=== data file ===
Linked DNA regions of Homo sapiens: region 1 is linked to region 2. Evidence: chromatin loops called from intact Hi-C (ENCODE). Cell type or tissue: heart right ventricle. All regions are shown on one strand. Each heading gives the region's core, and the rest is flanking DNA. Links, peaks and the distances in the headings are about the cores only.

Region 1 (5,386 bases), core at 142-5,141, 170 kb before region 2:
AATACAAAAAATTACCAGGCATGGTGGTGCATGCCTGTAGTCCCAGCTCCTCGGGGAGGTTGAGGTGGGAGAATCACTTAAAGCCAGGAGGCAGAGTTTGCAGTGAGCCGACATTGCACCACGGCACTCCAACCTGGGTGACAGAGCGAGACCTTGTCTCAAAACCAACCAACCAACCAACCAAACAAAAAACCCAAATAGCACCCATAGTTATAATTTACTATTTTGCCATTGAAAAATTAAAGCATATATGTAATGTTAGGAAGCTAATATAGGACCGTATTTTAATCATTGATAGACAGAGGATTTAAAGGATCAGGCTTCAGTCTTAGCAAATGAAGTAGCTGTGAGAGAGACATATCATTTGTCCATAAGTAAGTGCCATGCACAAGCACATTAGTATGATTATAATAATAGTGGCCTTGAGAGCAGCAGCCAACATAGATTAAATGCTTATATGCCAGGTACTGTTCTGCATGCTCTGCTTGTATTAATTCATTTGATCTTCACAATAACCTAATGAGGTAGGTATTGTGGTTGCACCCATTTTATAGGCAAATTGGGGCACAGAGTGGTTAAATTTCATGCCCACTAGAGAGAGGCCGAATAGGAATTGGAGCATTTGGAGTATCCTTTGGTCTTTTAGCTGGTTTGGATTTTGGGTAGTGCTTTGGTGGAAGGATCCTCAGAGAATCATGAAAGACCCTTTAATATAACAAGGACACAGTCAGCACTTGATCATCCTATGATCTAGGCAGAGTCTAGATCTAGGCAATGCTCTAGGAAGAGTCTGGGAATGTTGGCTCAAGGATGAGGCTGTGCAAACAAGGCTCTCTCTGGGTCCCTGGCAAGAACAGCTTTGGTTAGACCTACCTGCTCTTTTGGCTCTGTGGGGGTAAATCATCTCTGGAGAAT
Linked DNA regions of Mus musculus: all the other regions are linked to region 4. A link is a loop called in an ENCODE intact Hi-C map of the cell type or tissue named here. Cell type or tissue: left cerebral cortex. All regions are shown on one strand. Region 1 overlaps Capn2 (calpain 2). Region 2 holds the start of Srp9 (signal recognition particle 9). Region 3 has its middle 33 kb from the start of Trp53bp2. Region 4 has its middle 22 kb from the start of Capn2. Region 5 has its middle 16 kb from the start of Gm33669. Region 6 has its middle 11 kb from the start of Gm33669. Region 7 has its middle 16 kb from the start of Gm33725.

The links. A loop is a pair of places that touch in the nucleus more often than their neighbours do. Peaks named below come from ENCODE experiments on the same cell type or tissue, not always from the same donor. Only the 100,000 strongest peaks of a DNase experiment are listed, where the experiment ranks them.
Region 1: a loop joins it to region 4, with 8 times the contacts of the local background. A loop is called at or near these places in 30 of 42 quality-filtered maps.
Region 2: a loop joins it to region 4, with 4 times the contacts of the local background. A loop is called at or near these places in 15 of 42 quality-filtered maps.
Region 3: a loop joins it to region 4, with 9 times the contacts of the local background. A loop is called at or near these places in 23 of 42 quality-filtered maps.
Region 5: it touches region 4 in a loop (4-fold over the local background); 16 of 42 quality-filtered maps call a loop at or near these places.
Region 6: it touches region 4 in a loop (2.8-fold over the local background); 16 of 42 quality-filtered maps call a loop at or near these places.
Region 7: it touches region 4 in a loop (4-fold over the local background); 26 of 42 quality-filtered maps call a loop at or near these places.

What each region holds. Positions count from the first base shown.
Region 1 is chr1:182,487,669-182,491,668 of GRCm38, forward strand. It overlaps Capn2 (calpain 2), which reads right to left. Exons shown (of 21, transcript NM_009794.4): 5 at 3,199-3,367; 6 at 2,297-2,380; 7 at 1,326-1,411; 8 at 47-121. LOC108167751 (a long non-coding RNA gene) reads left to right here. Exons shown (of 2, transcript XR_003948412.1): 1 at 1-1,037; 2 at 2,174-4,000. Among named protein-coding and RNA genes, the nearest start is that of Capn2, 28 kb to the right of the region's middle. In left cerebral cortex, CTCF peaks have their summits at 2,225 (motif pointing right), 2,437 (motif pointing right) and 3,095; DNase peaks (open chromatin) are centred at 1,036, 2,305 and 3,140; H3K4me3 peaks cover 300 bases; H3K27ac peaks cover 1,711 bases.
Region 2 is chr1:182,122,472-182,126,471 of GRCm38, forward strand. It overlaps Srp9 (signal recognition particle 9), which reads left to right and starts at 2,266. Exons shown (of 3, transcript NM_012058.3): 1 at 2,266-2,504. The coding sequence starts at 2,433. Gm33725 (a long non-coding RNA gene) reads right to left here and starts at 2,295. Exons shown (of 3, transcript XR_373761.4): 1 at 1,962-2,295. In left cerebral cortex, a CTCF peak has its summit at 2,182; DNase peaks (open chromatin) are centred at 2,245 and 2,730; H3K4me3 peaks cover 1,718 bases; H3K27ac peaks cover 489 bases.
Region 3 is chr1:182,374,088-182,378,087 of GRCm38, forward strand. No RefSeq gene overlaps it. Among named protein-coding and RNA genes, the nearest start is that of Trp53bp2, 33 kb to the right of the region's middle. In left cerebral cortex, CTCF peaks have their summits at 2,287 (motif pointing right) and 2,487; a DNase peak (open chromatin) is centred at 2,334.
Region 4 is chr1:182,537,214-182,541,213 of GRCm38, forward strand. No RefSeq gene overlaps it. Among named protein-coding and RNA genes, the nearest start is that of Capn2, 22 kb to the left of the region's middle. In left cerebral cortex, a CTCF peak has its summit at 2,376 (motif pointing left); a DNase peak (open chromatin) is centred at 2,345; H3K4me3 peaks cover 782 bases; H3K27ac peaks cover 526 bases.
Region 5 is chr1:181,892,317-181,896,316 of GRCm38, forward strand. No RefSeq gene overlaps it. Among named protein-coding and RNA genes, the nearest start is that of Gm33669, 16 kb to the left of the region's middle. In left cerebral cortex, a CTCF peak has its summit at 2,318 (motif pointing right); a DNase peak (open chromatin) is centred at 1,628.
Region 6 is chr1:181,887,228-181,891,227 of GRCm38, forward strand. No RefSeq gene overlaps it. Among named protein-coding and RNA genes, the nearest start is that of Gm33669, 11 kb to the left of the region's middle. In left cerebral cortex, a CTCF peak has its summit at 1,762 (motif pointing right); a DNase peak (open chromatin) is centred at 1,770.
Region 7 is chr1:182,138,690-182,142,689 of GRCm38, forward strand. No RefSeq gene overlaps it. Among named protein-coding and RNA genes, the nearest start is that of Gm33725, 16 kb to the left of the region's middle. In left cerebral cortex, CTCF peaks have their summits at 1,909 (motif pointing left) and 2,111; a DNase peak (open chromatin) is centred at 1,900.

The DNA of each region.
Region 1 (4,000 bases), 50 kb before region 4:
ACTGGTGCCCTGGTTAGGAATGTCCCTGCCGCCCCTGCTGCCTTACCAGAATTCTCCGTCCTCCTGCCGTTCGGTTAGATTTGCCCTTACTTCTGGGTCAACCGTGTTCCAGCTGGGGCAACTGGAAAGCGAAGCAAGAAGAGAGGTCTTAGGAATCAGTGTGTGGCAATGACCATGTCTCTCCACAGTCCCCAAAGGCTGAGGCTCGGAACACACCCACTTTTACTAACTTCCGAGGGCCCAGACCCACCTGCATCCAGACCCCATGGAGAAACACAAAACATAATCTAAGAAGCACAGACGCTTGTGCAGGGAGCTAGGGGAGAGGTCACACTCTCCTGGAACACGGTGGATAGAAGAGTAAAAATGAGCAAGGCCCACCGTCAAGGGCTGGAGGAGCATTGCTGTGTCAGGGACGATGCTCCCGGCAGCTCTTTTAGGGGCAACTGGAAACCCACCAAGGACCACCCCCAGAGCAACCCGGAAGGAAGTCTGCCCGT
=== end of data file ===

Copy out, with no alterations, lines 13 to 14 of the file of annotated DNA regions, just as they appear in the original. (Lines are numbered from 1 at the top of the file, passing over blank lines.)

Region 1 is chr1:182,487,669-182,491,668 of GRCm38, forward strand. It overlaps Capn2 (calpain 2), which reads right to left. Exons shown (of 21, transcript NM_009794.4): 5 at 3,199-3,367; 6 at 2,297-2,380; 7 at 1,326-1,411; 8 at 47-121. LOC108167751 (a long non-coding RNA gene) reads left to right here. Exons shown (of 2, transcript XR_003948412.1): 1 at 1-1,037; 2 at 2,174-4,000. Among named protein-coding and RNA genes, the nearest start is that of Capn2, 28 kb to the right of the region's middle. In left cerebral cortex, CTCF peaks have their summits at 2,225 (motif pointing right), 2,437 (motif pointing right) and 3,095; DNase peaks (open chromatin) are centred at 1,036, 2,305 and 3,140; H3K4me3 peaks cover 300 bases; H3K27ac peaks cover 1,711 bases.
Region 2 is chr1:182,122,472-182,126,471 of GRCm38, forward strand. It overlaps Srp9 (signal recognition particle 9), which reads left to right and starts at 2,266. Exons shown (of 3, transcript NM_012058.3): 1 at 2,266-2,504. The coding sequence starts at 2,433. Gm33725 (a long non-coding RNA gene) reads right to left here and starts at 2,295. Exons shown (of 3, transcript XR_373761.4): 1 at 1,962-2,295. In left cerebral cortex, a CTCF peak has its summit at 2,182; DNase peaks (open chromatin) are centred at 2,245 and 2,730; H3K4me3 peaks cover 1,718 bases; H3K27ac peaks cover 489 bases.